Saturday, February 28, 2009

Picture of R' Mattisyahu Strashun (different then the JE picture) , hesped , and will

On Rev Jeffrey Wolf, missionary to the Jews

The following portrait of this very interesting character was drawn by one who intimately knew him.:—

" A man who, at Rome, calls the Pope ' the dust of the earth,' and tells the Jews at Jerusalem that the Gemara is a lie ;* who passes his days in disputation, and his nights in digging the Talmud; to whom a floor of brick is a feather bed, and a box a bolster; who finds or makes a friend alike in the persecutor of his former or present faith ; who can conciliate a pasha, or confute a patriarch; who travels without a guide, speaks without an interpreter, can live without food, and pay without money; forgiving all the insults he meets with, and forgetting all the flattery he receives ; who knows little of worldly conduct, and yet accommodates himself to all men, without giving offence to any; such a man,—and such and more is Wolff,—must excite no ordinary degree of attention in a country, and among a people, whose monotony of manners has remained undisturbed for centuries. By such an instrument, whom no school has taught, whom no college could hold, is the way of the Judean wilderness preparing." Wolff, for laboriousness has been classed with Wesley and Whitefield, and for eccentricity has been ranked with Ber- ridge of Everton, and Eowland Hill.

From Letters on Palestine

S. has a great post on Wolf (here).

Friday, February 27, 2009

כך היא דרכה של תורה - ב

I mentioned in my earlier post, the book דרכה של תורה of Pineles - a book that someone of the erudition of Prof. Saul Lieberman refers to with great admiration. I now see that Hebrewbooks has added the refutation by his brother-in-law - כך דרכה של תורה (Vol. 1, and 2). Chanan Gafni in his excellent dissertation on Talmud study in the 19th century describes the polemic like this (click to enlarge - pages maybe out of order):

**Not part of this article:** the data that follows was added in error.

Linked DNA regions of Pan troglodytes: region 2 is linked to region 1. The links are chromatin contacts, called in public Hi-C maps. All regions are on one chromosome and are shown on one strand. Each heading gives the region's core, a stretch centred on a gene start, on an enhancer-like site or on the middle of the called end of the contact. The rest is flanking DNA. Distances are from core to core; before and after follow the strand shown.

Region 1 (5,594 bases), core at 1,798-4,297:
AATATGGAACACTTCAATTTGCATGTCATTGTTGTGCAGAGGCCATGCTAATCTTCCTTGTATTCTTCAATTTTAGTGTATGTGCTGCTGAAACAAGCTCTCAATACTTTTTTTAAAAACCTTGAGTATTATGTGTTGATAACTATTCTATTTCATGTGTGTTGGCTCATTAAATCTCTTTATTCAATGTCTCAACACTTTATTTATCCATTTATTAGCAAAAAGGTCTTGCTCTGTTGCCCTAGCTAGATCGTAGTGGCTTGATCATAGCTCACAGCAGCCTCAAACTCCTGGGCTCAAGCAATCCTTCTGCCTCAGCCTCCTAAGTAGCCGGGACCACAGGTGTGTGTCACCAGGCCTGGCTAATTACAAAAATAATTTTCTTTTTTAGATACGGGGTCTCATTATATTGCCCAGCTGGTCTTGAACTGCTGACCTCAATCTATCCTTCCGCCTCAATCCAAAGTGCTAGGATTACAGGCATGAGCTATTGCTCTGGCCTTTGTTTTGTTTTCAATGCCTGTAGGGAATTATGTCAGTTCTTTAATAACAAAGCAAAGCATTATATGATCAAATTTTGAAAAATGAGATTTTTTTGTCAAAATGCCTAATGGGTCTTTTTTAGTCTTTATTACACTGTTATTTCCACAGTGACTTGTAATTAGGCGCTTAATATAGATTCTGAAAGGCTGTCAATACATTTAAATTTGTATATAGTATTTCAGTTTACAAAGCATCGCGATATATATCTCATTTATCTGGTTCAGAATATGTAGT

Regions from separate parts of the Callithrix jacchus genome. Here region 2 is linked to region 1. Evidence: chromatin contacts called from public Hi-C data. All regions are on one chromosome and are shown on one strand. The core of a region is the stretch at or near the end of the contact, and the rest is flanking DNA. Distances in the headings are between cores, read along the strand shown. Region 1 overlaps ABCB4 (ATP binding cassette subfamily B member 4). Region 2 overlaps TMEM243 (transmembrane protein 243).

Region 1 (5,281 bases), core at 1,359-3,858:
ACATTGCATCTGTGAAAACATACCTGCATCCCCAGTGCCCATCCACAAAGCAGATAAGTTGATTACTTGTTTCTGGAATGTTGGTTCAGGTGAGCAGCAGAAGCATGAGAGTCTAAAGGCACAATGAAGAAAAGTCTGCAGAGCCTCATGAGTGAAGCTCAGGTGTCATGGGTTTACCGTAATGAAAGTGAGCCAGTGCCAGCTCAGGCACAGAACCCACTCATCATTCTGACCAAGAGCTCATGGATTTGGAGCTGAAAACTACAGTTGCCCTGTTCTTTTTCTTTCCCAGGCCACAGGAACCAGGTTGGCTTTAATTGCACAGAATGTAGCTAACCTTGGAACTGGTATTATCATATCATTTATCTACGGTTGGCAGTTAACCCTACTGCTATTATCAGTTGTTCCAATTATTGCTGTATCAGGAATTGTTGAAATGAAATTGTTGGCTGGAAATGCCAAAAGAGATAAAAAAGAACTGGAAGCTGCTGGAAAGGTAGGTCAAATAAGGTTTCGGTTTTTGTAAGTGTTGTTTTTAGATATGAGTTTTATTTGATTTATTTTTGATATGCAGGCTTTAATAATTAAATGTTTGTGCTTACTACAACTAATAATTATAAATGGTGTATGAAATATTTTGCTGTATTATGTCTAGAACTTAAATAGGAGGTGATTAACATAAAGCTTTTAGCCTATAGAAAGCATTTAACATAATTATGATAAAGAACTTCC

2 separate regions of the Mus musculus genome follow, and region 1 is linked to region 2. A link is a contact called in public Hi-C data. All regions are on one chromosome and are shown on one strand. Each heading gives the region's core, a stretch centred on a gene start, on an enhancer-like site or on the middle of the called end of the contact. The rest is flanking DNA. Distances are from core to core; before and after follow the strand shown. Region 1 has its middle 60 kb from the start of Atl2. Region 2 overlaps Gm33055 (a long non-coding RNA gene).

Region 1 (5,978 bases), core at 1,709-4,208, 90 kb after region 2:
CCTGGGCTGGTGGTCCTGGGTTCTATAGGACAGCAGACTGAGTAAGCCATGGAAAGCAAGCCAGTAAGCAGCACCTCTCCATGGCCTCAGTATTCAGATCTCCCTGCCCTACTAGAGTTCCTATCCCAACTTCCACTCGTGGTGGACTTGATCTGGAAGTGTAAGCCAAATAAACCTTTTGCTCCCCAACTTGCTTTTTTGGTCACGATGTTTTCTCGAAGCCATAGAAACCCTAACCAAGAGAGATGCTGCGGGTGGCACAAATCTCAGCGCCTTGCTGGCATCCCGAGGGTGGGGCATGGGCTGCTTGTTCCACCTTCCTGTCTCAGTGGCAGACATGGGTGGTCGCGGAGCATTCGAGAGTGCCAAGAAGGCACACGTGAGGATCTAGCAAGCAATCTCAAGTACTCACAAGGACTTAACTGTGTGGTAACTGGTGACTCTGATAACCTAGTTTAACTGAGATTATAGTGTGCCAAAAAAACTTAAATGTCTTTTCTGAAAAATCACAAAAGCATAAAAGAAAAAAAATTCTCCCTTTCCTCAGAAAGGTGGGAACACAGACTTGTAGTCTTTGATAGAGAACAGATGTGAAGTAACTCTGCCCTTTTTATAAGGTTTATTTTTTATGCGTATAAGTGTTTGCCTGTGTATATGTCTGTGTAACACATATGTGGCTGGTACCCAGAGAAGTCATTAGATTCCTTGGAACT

See there for a lot more of the same.
Some other new books:
Kisvei R' Yehuda Aryeh Modena (I think this was already at Seforimonline)

Rediscovery of Chida on Birkat HaChammah

In a letter to Yitzchak, Dr. Ezra Chwat writes:

"A most recent finding is the rediscovery of ms HUC 795 - the complete Birkat HaHamma attributed to the HIDA. Upon our request, the staff of HUC found after it was misplaced at least 30 years ago, and have generously sent us color scans (it's illuminated). You can post this note if you wish."

Somewhat related a Yiddish sefer on Birkat HaChammah (1897) has recently been placed online and can be found here.

Wednesday, February 25, 2009

Tuesday, February 24, 2009

Extra stanza for Selichot on Taanis Esther - Thanks to the IMHM blog:

תַעֲנֶה לְקורְאֶיךָ וְהַסְכֵת מִמְעונִים:
תִשְמַע שַוְעַת צועֲקֶיךָ שומֵעַ אֶל אֶבְיונִים:
תְרַחֵם בָנֶיךָ כְרַחֵם אָב עַל בָנִים:
עֲנֵנו כְמו שֶעָנִיתָ לְמָרְדְכָי וְאֶסְתֵר וְתָלוי עַל הָעֵץ חֲמִשִים הָאַב עִם בָנים
[Update: Yitzhak writes to me that:
"I'm not sure I understand what has been newly discovered. The stanza תענה לקוראך is well known, with many (most?) modern Siddurim includingit, often in parenthesis and / or with an accompanying note that customs vary over its inclusion. אוצר התפילות has it in parenthesis, although עבודת ישראל doesn't have it at all. קול יעקב החדש, סידור ווילנא and (at least one edition of) the Artscroll Siddur have it (with parentheses and / or notes), while (at least one edition of) תקון מאיר does not." ]

Monday, February 23, 2009

On R' Chaim Ozer Grodzinsky

אמר שכשהיה צעיר חשב שללמוד זה הדבר הכי חשוב וכשגדל גילה שלעזור ליהודי זה הדבר הכי חשוב. כך שאפשר לתאר מה הפסדנו לו היה פנוי לתורה בלבד.